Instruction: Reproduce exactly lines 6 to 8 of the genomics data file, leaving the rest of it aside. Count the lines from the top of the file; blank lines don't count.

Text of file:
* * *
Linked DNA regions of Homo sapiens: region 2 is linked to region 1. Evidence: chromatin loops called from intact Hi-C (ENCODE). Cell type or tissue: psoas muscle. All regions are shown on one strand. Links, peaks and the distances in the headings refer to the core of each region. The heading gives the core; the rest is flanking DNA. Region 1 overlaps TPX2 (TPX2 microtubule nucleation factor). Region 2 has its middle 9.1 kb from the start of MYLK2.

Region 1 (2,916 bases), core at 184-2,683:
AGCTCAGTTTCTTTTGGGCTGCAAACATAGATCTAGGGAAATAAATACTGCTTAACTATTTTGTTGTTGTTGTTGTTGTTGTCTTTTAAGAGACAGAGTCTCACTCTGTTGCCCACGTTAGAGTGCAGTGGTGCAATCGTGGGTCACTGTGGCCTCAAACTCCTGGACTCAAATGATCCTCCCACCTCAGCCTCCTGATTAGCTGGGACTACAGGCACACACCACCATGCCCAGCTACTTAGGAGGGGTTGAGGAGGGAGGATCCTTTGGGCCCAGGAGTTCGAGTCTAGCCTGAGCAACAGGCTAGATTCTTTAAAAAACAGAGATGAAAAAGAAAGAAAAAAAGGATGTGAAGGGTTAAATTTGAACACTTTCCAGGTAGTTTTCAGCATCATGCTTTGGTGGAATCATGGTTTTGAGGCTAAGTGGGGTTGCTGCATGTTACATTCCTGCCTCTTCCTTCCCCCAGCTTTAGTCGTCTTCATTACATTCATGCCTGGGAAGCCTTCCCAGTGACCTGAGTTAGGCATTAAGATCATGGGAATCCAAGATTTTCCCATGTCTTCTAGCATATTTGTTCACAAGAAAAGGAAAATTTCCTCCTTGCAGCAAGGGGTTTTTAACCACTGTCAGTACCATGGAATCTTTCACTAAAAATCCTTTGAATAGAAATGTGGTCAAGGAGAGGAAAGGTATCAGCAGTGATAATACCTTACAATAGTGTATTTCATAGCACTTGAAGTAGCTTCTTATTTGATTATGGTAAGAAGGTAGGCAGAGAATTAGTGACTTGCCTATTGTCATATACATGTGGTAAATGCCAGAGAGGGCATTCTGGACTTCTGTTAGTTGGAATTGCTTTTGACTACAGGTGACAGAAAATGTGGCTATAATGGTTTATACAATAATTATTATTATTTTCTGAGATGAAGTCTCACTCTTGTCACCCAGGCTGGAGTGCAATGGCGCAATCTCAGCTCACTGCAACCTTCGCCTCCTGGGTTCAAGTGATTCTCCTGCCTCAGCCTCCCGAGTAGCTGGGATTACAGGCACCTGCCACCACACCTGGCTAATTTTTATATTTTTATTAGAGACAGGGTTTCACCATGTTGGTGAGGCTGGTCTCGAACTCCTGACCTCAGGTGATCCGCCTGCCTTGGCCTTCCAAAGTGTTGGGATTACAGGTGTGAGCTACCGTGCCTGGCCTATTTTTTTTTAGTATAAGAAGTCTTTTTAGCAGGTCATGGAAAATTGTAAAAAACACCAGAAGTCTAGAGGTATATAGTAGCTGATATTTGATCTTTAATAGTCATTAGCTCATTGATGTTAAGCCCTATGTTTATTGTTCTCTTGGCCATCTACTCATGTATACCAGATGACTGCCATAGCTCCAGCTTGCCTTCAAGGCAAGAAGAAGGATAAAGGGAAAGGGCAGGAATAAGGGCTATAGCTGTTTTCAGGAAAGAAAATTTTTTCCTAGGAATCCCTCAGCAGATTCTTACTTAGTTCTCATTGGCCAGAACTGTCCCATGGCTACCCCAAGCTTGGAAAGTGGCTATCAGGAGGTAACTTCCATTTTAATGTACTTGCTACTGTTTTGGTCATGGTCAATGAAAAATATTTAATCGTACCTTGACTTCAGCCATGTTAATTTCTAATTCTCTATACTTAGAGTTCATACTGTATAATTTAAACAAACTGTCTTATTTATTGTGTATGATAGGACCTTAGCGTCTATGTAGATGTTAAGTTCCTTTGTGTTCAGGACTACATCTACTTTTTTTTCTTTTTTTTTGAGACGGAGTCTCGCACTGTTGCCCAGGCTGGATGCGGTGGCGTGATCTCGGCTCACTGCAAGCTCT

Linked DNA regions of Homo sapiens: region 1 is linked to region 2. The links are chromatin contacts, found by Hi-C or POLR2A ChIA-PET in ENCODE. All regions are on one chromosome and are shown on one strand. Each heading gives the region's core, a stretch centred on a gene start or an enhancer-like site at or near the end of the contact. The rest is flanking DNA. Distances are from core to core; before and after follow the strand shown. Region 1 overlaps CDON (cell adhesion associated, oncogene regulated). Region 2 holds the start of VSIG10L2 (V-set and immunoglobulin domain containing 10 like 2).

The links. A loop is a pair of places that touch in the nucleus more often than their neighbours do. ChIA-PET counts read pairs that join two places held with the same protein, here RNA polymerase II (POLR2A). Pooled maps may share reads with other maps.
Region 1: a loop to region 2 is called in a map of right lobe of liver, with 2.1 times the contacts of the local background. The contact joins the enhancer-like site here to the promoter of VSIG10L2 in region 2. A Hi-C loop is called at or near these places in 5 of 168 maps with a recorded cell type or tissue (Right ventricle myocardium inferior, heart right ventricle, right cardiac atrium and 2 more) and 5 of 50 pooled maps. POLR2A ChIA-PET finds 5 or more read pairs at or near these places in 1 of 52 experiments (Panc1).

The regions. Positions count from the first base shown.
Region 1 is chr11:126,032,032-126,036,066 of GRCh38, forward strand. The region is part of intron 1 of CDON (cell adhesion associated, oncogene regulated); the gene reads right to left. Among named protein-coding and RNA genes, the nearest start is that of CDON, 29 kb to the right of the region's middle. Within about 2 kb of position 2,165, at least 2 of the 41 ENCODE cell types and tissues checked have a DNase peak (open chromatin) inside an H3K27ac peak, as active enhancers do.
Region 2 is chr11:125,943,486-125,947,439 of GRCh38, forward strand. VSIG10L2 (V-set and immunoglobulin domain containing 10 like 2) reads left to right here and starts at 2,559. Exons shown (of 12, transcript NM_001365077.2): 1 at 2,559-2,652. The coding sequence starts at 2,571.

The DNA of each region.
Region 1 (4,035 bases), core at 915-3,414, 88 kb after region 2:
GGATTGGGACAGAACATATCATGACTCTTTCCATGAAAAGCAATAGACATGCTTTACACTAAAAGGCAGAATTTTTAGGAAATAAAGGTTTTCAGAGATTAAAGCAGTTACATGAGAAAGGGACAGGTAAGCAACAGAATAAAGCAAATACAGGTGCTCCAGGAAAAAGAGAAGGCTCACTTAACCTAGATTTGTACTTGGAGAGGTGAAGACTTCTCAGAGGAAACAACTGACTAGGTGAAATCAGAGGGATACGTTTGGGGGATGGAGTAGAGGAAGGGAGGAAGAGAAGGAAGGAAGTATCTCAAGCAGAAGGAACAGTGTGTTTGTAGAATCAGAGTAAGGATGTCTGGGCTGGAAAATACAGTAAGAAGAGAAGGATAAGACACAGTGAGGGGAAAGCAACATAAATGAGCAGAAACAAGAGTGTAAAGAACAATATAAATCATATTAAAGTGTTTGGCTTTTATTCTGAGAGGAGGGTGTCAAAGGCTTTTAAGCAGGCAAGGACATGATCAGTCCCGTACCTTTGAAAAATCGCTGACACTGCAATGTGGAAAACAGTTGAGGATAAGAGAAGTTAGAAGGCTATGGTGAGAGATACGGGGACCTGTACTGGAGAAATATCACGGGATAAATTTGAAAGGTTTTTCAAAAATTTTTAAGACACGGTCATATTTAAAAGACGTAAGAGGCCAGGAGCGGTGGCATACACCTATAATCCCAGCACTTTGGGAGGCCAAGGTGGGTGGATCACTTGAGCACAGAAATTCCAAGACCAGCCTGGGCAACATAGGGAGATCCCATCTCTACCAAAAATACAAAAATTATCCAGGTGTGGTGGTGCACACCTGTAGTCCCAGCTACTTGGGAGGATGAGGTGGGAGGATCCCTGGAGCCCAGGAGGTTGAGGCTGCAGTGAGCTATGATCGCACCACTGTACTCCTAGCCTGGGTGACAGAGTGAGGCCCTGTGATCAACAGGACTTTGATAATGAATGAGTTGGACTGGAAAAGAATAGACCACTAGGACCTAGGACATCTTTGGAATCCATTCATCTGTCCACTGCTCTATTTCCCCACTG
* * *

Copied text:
Region 1: a loop to region 2 is called in a map of right lobe of liver, with 2.1 times the contacts of the local background. The contact joins the enhancer-like site here to the promoter of VSIG10L2 in region 2. A Hi-C loop is called at or near these places in 5 of 168 maps with a recorded cell type or tissue (Right ventricle myocardium inferior, heart right ventricle, right cardiac atrium and 2 more) and 5 of 50 pooled maps. POLR2A ChIA-PET finds 5 or more read pairs at or near these places in 1 of 52 experiments (Panc1).

The regions. Positions count from the first base shown.
Region 1 is chr11:126,032,032-126,036,066 of GRCh38, forward strand. The region is part of intron 1 of CDON (cell adhesion associated, oncogene regulated); the gene reads right to left. Among named protein-coding and RNA genes, the nearest start is that of CDON, 29 kb to the right of the region's middle. Within about 2 kb of position 2,165, at least 2 of the 41 ENCODE cell types and tissues checked have a DNase peak (open chromatin) inside an H3K27ac peak, as active enhancers do.